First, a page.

What can I include in my Will?
A Will allows you to distribute your estate as you would like. You can name your beneficiaries and the share they will receive, you may also exclude individuals from receiving a share of your estate. Parents can nominate guardians for their children and ensure they are financially provided for. Unmarried partners may be protected and avoid future family disputes.
Who can make a Lasting Power of Attorney?
Anyone with mental capacity over the age of 18 can make a lasting power of attorney.
Do I need to register my Lasting Power of Attorney?
In order to use a lasting power of attorney it must be registered with the Office of the Public Guardian https://www.gov.uk/government/organisations/office-of-the-public-guardian. We recommend you do this at the time of making to avoid future delays. Unfortunately there is still a lengthy delay for registration with the OPG, therefore registering straight away is the best option. Consequently you can use your LPA straight away as and when it is needed.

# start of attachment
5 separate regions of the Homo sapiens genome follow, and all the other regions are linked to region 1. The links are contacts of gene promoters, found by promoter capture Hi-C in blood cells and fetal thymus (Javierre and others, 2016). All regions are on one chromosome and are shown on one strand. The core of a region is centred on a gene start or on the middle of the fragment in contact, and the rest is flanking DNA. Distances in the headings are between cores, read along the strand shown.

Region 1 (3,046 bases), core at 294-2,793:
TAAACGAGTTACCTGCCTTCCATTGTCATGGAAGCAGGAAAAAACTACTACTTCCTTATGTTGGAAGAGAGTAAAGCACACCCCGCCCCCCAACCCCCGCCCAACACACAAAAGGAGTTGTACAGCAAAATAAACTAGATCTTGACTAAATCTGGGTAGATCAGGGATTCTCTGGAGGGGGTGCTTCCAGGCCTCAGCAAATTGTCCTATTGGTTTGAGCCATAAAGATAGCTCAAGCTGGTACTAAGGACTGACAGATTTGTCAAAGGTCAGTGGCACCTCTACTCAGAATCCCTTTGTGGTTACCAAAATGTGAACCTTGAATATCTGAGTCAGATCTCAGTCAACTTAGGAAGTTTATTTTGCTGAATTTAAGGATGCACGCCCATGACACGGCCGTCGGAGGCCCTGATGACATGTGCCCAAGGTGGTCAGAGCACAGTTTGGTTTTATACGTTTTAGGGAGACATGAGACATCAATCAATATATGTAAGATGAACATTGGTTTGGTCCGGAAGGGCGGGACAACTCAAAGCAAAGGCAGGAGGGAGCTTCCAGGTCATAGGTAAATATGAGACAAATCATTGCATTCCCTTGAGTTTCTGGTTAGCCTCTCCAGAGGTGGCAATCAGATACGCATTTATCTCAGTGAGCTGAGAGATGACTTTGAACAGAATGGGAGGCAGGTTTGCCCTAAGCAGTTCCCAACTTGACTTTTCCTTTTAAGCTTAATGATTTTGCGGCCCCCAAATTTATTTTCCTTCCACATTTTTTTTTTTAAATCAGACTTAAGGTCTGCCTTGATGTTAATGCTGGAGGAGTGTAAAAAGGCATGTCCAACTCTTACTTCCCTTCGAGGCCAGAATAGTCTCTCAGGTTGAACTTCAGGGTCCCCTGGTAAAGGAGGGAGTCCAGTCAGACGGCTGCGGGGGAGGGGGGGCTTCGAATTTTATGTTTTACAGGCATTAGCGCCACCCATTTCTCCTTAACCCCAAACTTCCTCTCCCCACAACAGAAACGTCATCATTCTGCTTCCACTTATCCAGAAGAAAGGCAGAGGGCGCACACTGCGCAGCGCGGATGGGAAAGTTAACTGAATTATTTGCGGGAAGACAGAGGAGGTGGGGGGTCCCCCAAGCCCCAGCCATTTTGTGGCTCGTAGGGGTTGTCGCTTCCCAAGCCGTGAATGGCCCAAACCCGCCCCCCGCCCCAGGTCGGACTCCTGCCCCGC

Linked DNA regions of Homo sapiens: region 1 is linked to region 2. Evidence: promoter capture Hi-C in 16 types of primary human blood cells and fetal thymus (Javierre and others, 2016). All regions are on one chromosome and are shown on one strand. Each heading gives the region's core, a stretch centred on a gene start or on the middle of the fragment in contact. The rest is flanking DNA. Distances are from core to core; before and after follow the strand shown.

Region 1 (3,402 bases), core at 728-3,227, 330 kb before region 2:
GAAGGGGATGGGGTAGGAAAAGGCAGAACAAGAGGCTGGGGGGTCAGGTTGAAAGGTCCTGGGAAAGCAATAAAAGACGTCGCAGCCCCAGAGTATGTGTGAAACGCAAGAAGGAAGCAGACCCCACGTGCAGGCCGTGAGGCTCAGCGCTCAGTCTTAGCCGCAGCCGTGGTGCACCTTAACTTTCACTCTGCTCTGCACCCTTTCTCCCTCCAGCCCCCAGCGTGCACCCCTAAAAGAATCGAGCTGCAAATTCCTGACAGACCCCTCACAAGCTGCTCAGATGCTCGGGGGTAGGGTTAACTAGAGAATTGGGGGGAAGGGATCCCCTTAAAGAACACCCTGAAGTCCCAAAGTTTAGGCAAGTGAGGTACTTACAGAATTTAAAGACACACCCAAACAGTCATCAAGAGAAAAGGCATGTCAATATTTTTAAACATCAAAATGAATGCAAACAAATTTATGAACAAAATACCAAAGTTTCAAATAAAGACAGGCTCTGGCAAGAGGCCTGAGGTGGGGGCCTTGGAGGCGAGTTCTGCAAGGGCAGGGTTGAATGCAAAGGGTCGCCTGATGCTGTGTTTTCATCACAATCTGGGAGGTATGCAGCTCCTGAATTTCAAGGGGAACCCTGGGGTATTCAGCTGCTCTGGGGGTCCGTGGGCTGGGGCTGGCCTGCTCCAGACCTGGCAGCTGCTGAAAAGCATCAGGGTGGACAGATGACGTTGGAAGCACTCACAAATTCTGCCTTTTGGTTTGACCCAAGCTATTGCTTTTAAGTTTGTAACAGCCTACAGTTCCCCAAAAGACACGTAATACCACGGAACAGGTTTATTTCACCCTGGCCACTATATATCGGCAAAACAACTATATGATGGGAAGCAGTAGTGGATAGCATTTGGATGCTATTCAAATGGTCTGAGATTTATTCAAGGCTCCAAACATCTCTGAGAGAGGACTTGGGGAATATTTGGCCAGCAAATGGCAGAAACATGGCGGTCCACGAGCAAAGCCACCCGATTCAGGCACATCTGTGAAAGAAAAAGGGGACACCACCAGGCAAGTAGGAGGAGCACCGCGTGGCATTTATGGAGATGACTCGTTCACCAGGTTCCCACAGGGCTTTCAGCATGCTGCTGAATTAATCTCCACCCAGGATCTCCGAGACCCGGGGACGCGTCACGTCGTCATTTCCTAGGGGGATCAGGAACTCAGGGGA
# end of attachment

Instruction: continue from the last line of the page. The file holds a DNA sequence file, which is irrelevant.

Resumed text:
Can I protect myself and my assets against care home fees?
You cannot be seen to be deliberately withholding assets from the local authority. This is known as the Deprivation of Assets. However, you can choose to plan for the future to protect against such things as care home fees. This must be done well in advance so no-one can question your reasons for doing so.
Case Study 1
We met Mrs Casey in 2016. She attended a seminar on the subject of ‘Preserving Wealth and passing it on’. She appeared harassed and unsettled and we carefully enquired whether everything was okay.